Casper Woman Charged With Stealing Nearly $50,000 from 89-Year-Old Man
A woman made her initial appearance in Natrona County Circuit Court on Thursday, where she faces two felony charges after allegedly taking nearly $50,000 from an elderly man.
Tamara Kay Voelker, 58, is charged with grand theft and exploiting a vulnerable adult. She could face up to 20 years in prison and have to pay $20,000 in fines if convicted on both counts.
According to court documents, the victim told a Casper police officer that he had known Voelker for several years and she had become his caregiver after his wife passed away. The victim said Voelker helped with his with his finances, at first just by writing checks for his monthly bills.
She evidently took on a greater role over time. When the victim's daughter-in-law told police in April 2016 that she suspected Voelker of exploiting the victim, she alleged that Voelker was having the victim pay for her rent and utilities, as well as charging items to his credit cards without his knowledge.
The daughter-in-law also accused Voelker of stealing the victim's prescription pain medications.
But when the victim was confronted about checks issued to Voelker, he reportedly told family members that he willingly allowed Voelker to access his bank account and make charges on his credit cards. He also said, according to a police affidavit, that he was aware of every charge Voelker made.
The victim's score on a test given by a Wyoming Department of Family Services worker indicates the victim may have dementia, though at the time he had not been examined or diagnosed with dementia by a doctor.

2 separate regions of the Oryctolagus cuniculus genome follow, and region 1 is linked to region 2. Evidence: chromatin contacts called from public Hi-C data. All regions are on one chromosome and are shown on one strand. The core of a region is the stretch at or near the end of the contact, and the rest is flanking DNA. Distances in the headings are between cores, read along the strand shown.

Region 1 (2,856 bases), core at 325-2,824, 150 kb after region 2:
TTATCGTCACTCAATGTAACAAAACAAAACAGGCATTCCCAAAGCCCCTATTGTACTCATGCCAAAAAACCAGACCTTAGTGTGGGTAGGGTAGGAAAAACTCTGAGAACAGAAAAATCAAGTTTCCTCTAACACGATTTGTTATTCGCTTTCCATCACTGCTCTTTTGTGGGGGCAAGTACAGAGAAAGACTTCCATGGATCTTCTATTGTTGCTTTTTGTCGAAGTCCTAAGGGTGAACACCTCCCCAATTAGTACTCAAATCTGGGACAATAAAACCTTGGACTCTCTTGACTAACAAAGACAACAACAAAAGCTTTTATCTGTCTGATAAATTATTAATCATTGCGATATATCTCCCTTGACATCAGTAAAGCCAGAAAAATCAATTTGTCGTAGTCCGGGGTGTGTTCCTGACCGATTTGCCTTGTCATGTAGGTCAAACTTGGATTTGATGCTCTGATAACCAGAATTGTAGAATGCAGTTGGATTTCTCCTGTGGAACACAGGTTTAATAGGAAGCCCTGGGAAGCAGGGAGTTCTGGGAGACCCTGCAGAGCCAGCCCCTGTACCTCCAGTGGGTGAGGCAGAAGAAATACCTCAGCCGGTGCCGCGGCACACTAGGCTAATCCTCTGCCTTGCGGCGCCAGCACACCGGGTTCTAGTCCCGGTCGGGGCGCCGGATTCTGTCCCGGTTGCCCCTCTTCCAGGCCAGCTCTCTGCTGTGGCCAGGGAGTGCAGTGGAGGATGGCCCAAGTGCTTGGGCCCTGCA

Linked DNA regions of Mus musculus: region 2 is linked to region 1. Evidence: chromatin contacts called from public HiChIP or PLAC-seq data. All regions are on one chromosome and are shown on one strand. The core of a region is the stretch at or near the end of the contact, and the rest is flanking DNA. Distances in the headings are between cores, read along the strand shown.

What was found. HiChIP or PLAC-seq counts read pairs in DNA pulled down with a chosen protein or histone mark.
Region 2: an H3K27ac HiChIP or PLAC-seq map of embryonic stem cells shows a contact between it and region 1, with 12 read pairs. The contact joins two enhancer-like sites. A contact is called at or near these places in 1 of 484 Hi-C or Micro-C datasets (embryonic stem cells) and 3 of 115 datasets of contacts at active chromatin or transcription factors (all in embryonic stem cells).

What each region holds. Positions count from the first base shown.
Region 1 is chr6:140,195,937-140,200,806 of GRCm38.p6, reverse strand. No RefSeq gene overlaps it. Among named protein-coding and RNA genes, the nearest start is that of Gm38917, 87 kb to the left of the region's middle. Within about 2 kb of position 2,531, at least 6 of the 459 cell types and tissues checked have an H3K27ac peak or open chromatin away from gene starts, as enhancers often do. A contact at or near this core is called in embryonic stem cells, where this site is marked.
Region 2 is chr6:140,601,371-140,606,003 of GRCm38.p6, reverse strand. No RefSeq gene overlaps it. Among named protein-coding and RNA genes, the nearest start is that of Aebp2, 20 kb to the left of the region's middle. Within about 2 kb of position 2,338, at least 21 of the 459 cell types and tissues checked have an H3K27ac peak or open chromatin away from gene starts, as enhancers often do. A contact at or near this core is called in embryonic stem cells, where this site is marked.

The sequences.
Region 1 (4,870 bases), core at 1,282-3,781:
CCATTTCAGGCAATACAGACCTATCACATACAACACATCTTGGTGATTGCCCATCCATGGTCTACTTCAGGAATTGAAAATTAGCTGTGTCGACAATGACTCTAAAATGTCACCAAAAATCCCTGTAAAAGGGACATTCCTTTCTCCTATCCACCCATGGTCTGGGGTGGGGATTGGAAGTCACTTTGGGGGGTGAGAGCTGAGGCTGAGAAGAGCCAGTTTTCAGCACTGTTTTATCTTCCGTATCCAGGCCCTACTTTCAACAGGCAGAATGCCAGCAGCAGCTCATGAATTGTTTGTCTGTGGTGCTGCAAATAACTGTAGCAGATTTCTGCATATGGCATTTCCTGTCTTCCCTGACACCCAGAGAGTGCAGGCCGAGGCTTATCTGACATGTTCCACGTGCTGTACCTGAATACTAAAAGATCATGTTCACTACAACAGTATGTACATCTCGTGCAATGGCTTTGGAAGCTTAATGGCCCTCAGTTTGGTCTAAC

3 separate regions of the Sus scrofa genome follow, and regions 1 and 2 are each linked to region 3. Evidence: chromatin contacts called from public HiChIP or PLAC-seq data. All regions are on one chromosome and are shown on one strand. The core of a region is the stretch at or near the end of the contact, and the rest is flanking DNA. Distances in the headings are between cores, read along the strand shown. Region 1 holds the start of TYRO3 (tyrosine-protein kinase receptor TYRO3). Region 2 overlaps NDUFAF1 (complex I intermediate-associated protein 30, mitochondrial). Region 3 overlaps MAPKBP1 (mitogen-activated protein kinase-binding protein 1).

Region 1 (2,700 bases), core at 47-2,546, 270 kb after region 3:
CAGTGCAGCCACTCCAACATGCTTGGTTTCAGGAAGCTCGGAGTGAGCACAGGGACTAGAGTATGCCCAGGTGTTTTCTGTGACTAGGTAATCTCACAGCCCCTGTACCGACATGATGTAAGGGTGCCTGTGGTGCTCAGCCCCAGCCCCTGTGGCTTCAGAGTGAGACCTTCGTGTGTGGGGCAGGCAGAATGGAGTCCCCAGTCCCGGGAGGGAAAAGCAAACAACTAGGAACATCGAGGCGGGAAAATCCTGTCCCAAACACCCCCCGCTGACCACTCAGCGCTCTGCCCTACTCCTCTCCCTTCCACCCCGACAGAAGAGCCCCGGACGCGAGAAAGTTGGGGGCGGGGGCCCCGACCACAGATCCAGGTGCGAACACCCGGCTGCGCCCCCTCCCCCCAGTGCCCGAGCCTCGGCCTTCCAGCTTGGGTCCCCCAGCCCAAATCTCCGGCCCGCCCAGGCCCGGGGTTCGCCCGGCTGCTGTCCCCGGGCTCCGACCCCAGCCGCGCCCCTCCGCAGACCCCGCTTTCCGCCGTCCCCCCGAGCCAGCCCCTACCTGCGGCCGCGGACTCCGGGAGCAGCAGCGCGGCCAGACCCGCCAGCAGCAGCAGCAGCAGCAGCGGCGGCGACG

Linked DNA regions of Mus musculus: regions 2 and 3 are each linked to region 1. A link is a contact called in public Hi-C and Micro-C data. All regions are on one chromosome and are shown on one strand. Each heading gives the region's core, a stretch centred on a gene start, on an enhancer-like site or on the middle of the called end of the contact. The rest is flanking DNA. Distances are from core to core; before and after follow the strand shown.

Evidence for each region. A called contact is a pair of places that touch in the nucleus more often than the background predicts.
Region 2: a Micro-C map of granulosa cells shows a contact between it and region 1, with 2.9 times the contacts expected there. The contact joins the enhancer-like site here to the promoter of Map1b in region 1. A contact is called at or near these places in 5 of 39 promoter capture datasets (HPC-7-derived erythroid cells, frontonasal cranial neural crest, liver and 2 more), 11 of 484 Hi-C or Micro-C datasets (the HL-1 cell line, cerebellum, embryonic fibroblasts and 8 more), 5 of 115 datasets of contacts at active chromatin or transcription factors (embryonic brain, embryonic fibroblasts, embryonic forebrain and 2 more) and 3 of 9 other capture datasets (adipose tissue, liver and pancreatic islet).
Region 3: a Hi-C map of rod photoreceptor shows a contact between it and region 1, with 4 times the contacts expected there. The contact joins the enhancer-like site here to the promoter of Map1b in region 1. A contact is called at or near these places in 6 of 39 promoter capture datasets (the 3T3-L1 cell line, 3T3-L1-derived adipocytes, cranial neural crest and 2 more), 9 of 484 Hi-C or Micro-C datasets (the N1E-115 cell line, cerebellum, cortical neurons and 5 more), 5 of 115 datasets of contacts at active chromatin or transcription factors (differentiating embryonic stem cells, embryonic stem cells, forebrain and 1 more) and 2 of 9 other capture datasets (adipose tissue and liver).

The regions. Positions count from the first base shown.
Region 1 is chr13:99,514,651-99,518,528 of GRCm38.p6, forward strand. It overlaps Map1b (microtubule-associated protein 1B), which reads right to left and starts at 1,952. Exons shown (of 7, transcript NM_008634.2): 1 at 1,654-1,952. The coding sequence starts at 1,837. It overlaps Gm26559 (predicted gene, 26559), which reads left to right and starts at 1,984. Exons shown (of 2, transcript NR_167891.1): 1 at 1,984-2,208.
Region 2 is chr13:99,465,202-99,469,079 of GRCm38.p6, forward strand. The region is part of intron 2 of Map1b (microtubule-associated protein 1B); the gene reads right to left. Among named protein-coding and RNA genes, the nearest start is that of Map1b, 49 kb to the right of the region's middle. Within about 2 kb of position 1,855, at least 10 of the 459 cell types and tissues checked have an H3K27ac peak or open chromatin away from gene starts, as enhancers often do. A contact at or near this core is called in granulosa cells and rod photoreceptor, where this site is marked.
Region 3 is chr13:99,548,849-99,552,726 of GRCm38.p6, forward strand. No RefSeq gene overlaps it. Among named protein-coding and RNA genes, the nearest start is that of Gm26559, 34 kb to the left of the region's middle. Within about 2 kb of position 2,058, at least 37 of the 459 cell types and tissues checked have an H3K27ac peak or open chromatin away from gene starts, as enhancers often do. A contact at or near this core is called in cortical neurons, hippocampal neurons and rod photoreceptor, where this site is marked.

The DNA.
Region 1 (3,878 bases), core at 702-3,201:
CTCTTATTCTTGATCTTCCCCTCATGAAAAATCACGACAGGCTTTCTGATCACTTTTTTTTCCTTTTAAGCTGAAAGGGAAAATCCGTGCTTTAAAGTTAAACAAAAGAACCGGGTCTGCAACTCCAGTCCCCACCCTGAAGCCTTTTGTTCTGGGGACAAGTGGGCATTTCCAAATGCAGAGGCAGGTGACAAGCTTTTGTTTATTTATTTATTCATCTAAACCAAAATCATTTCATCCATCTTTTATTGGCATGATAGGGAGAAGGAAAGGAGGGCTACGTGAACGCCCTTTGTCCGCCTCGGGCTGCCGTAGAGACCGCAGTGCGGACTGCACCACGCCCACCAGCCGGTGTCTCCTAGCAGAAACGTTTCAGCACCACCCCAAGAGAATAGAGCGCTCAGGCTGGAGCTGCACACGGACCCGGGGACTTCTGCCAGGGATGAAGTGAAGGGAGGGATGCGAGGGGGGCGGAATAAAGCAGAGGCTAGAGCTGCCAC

Court documents say the case was closed, with no follow-up.
After the victim's family helped close all of his accounts and reopen new ones where needed, Voelker allegedly called the victim wanting money.
One of the victim's daughters told Voelker to leave the victim alone, according to the affidavit. She reportedly told the daughter that the victim bought the things in question for her and had signed a letter saying as much.
Voelker told the daughter that she was not responsible for any of the bills according to that letter, court documents say. The daughter reportedly had never seen a copy of the letter.
On June 29, 2016, the victim's daughter-in-law again called the Casper Police Department and said the family had done a much more thorough audit of the victim's finances and found more money that was allegedly misappropriated to Voelker.
The daughter-in-law again alleged that Voelker was stealing the victim's medications. She reportedly said she believed the victim didn't need the pain medication hydrocodone because he wasn't in any pain.
When her husband -- the victim's son -- asked the victim about the hydrocone, the victim reportedly said he didn't know what the drug was and denied having the medication.
A detective looked over the victim's financial records and found a multitude of payments allegedly made by Voelker on the victim's accounts.
Those payments include charges to Barnes & Noble, NutriSystem and Walmart, as well as utility bills, insurance payments and a charge to Casper College.
Transactions on the victim's credit cards include charges to Charter Communications, a medical facility called Pain Consultants and an auto insurance company that the victim did not use, according to the detective's affidavit.